Personal injury lawyers have called for an end to the system of fixing bereavement damages.

The Association of Personal Injury Lawyers (APIL) said it is unfair that damages are fixed at £12,980 in England and Wales, compared with Scotland where cases are taken on their merit and payments are often higher.

The sums are paid in certain circumstances to the husband, wife or civil partner – plus the parents of children aged under 18 – where someone has died as a result of negligence.

The Ministry of Justice increased the amount from £11,800 in March this year as an amendment to the 1976 Fatal Accidents Act.

APIL has now published the results of a survey in which 80% of respondents said the Scottish system was fairer, prompting calls for the law to be reviewed in England and Wales.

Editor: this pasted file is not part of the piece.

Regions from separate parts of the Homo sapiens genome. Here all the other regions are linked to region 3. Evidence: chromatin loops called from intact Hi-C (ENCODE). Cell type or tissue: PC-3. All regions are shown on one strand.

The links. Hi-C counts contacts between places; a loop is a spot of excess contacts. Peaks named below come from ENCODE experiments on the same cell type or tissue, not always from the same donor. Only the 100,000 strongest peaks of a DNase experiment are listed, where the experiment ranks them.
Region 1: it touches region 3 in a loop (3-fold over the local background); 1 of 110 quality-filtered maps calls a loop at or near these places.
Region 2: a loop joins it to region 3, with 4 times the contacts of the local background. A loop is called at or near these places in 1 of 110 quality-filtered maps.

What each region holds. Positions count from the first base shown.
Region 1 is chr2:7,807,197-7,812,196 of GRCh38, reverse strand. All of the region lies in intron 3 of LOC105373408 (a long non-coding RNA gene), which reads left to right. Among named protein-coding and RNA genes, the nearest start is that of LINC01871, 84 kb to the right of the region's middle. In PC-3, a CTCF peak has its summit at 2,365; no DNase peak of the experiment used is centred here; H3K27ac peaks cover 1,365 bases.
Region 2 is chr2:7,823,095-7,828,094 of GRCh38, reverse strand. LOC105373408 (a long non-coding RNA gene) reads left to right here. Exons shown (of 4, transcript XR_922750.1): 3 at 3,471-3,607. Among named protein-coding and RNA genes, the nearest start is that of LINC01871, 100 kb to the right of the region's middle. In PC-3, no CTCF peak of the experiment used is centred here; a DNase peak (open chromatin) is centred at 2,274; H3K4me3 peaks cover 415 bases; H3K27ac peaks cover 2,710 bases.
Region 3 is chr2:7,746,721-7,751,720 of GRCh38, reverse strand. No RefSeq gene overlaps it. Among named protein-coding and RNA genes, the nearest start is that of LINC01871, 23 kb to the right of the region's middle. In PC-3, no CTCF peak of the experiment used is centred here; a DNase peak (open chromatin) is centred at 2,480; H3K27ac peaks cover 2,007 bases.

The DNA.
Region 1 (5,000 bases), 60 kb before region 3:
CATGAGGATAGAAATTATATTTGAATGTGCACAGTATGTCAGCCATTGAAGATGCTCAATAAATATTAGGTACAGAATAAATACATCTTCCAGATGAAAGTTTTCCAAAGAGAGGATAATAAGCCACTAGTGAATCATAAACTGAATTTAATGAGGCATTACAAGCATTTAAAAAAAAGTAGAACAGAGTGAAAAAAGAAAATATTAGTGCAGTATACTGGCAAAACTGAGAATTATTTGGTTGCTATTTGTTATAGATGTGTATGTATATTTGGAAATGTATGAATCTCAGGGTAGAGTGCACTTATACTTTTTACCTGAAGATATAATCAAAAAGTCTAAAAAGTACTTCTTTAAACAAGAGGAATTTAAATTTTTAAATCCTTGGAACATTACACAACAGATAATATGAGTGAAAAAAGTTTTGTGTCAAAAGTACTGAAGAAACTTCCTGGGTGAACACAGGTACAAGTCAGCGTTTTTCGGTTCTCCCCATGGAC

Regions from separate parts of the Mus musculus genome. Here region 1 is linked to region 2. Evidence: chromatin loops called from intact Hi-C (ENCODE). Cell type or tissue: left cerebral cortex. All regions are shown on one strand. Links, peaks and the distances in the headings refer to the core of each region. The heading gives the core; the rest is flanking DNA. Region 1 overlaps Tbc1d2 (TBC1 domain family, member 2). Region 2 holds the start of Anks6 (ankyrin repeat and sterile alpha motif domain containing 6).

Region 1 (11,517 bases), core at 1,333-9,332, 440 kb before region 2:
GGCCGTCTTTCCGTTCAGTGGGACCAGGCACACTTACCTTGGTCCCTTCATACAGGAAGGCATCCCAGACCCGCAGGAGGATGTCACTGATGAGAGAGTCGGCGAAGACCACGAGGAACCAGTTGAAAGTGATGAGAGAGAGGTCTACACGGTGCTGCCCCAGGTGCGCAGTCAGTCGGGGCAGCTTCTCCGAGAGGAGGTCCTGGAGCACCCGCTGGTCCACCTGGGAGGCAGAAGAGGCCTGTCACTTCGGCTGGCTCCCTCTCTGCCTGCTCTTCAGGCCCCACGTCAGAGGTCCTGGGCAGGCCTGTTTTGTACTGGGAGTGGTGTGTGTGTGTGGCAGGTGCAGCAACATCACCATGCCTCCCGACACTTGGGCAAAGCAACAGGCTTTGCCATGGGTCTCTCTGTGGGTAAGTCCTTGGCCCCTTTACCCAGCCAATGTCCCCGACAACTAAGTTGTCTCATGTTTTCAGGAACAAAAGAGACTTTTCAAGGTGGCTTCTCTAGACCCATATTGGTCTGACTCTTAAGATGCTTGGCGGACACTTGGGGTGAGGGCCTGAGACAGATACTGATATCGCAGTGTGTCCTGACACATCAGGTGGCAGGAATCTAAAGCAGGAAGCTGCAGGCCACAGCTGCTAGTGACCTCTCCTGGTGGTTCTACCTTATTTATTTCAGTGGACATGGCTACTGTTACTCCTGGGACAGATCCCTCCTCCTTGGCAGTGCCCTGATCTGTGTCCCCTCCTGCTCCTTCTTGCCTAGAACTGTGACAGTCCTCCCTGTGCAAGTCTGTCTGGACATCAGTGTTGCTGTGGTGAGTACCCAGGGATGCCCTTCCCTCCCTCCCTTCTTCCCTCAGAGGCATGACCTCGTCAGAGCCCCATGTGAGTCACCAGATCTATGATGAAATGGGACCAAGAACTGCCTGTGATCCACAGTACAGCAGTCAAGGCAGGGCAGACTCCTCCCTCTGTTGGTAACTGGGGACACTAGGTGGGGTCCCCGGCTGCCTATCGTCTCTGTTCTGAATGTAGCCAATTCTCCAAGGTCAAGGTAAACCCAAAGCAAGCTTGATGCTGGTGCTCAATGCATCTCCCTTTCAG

‘In Scotland, cases are taken on their merits, damages are generally higher, and the law is much more flexible about who can receive them,’ said APIL president Matthew Stockwell (pictured).

The majority of the 2,000 people surveyed thought the fixed sum is not high enough, with 57% saying a figure of more than £100,000 would be appropriate.

There was also support for extending the list of people who should be eligible to receive bereavement damages to include, for example, the parents of a child is killed regardless of their age, the co-habitee of the victim and the fiancé or fiancée of the person killed.

‘None of these people are eligible for bereavement damages in England and Wales, while most of them are entitled to claim damages in Scotland,’ Stockwell said.

‘It is particularly distasteful to me that parents of a child under the age of 18 should be entitled to bereavement damages but, once the child is 18, they are not. It is unnatural for a parent to suffer the loss of a child, and that loss is no less if the child happens to be over the age of 18.’

The survey, commissioned by APIL, was undertaken by Canadean Consumer Research through its online omnibus panel in August 2013.